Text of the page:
As a teenager, Elizabeth Marunde, OD, ‘22Resident, was fascinated by how complex and interesting the eyes could be. So, she decided from an early age she wanted to be an eye doctor.Dr. Elizabeth Marunde
“There is so much going on in such a small organ. It’s amazing and I love it. Everything I’ve learned about it, it just keeps getting better and better,” she said.
Dr. Marunde is still in the learning phase as one of the Class of 2022 Residents at the Pennsylvania College of Optometry (PCO) at Salus University. In fact, she’s the veteran of the class, this being her second year of residency at PCO/Salus in neuro-ophthalmic disease.
“There is so much information and so many little things you have to think of,” said Dr. Marunde. “Not only are we looking at neuro-ophthalmic disease, we have to make sure we differentiate what isn’t neuro-ophthalmic disease.”
Originally from Belvidere, Illinois, Dr. Marunde’s path to PCO/Salus started at the University of Wisconsin Green Bay, where she graduated with a degree in human biology. From there she went to the University of the Incarnate Word (UIW) Rosenberg School of Optometry in San Antonio. While there, she shadowed a neuro-ophthalmologist who had heard of the residency program at PCO/Salus and suggested Dr. Marunde apply.
“I read about the residency and thought it was perfect. It was my No. 1 choice and when I interviewed I felt so at home,” she said. “Everyone was so friendly from the moment I walked through the door. Everyone I met during my interview was amazing. All the little things made me feel like this was where I was supposed to be.”
During her first year as a resident, she spent a lot of her time in the Neuro-ophthalmic disease service at The Eye Institute (TEI) — the main clinical facility for residents and PCO/Salus — while also rotating through other specialties, such as emergency, glaucoma and retinal service.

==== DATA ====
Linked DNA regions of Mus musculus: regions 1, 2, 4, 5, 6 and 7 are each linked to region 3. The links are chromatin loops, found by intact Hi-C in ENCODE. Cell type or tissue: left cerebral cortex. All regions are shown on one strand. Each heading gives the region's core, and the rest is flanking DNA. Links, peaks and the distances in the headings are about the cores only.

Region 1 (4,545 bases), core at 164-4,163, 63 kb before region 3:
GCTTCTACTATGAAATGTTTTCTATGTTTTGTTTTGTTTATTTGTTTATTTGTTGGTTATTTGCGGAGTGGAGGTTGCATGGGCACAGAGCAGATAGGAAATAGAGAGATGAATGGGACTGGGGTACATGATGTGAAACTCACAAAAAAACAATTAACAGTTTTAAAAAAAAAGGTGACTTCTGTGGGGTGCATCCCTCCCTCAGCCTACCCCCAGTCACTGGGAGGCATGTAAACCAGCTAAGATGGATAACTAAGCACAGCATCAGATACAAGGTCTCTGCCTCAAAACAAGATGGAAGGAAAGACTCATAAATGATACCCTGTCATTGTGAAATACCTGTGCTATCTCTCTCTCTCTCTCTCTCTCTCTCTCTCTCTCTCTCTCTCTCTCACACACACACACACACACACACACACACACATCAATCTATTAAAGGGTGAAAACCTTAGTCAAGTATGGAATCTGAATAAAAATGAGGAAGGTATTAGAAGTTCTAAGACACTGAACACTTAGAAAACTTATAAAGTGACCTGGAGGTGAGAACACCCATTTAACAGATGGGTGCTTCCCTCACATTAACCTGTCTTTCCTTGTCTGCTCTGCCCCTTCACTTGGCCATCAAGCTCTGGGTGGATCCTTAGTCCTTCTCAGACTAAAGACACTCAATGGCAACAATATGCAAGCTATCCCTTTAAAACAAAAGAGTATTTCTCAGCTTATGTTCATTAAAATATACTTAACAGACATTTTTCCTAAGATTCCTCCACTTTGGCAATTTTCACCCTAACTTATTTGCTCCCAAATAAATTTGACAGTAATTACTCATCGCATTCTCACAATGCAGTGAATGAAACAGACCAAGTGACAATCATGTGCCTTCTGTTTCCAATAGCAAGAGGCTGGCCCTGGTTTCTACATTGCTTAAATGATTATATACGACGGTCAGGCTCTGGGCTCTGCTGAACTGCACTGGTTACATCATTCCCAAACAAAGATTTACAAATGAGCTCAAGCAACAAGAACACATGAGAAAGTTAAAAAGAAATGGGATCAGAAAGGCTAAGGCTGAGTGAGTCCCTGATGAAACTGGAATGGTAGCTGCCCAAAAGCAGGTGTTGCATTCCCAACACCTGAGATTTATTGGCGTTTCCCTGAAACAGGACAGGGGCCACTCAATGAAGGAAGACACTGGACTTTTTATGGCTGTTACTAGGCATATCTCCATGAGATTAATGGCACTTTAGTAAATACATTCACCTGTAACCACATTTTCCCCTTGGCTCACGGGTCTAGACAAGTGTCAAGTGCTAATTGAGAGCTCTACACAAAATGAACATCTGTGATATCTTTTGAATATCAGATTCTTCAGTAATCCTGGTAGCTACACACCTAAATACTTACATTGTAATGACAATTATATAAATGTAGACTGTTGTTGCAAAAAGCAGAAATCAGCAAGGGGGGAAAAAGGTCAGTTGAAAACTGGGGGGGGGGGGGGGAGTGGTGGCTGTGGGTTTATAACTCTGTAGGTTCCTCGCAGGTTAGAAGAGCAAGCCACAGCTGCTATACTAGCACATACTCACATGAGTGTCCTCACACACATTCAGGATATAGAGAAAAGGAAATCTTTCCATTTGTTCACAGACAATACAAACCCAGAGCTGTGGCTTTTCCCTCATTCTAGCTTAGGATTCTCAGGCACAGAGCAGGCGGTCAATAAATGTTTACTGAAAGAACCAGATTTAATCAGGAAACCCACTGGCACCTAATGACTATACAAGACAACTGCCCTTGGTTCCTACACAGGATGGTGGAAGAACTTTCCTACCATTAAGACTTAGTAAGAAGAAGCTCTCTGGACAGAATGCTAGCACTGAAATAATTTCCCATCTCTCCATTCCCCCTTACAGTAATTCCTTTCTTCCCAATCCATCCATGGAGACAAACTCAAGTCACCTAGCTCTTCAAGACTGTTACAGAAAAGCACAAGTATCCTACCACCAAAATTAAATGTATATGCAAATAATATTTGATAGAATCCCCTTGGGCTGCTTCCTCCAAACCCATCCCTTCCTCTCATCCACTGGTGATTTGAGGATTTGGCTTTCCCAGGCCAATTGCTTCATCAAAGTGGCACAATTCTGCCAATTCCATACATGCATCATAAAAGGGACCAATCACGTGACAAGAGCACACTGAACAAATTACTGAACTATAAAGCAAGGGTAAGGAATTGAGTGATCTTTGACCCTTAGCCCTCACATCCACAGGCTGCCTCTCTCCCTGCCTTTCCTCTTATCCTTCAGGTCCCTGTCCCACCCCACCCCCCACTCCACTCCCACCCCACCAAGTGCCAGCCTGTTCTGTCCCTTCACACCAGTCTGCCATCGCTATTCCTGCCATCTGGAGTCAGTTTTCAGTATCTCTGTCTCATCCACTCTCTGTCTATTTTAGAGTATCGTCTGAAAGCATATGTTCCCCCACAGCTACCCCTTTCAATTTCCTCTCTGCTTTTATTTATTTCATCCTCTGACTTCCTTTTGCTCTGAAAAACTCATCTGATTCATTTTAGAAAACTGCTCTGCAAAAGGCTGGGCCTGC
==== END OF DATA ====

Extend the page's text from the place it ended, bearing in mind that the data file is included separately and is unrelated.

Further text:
Among all the training, though, she experienced something else — a “family” bond with the other residents and the vast amount of learning that she’ is getting.
“There are so many of us and we all became so close over the past year,” said Dr. Marunde. “I don’t know if I realized how much I learned until I sat down and really thought about where I was when I started as compared to where I am now. There is so much that I learned over the year. I didn’t think I was capable as being as far as I am now after one year.”
Dr. Marunde’s role will change a bit during her second year of residency. She’ll still be rotating through neurology and neuro ophthalmic as well as neurosurgery and radiology, but she will also be more involved in teaching students outside of the clinical setting.
“There was a two-week overlap for old and new residents to help all the residents get used to where they are. I’m always here for any questions they have or any help they need,” she said. “I’ll do a couple of the neuro conferences with them and I’ll help teach them when they’re in neuro services.”
That has her thinking about a career in academia once she has completed her residency. When she’s not studying the eyes, Dr. Marunde likes to bake and has frequently shared her creations of cookies, cupcakes and bagels with her colleagues.
And, as someone who grew up in the Midwest, and went to optometry school in the Southwest, Dr. Marunde thinks the East Coast, and Philadelphia in particular, suit her just fine.
“I love Philly. There is something about it. It has a small-town vibe in a large city,” she said. “The suburbs of Chicago are very cookie-cutter, and here every place you go has a different personality. Every neighborhood is very unique and different and it doesn’t feel like you’re in a city. It has a friendliness of the Midwest.”